The same study also points out that soft skill intensive occupations will account for almost two-thirds of all jobs by 2030. If that fact alone does not get your full attention, perhaps another finding by three major universities will ring your bell. Harvard University, Boston University and the University of Michigan teamed up to study the bottom line impact of soft skills training. The Universities found that soft skills training programs – like problem solving and verbal and written communication – can boost productivity and retention by 12% and deliver a 250% return on investment! So, the hard truth about soft skills is they make all the difference when it comes to performance, productivity and employee engagement.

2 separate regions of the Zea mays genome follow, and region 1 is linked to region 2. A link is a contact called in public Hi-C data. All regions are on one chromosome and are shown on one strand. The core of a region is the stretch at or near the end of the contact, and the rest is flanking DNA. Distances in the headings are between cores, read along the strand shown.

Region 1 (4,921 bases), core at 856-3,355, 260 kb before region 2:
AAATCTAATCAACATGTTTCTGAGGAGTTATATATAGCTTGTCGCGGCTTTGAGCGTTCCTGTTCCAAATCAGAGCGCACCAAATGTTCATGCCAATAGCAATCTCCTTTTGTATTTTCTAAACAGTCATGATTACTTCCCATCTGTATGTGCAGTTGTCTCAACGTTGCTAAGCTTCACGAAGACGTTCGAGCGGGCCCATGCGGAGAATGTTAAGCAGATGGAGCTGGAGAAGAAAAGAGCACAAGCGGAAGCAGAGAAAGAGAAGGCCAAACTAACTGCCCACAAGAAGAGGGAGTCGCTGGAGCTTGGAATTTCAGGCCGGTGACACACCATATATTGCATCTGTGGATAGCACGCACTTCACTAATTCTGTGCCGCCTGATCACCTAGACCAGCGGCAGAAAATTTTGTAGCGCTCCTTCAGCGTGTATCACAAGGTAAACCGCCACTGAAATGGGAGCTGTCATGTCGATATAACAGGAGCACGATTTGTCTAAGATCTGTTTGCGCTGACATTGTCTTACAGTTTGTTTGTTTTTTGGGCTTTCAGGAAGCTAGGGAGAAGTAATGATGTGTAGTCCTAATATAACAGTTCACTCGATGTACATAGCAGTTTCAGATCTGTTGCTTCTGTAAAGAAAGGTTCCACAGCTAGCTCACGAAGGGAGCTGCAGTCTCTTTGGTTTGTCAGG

THE CRINGEWORTHY SOFT SKILLS LABEL
Today, many organizational and development experts still cringe at the “soft skills” label – which can be misconstrued as less important than so-called “hard skills” like SEO marketing, data analysis, etc. Our teams have been on the field with Fortune 500 groups and have witnessed firsthand the transformation that soft skills training can bring to an organization, leaders and teams. Those who embrace the value of soft skills – and put in the time and practice required to perfect their skills – can reap a range of great rewards.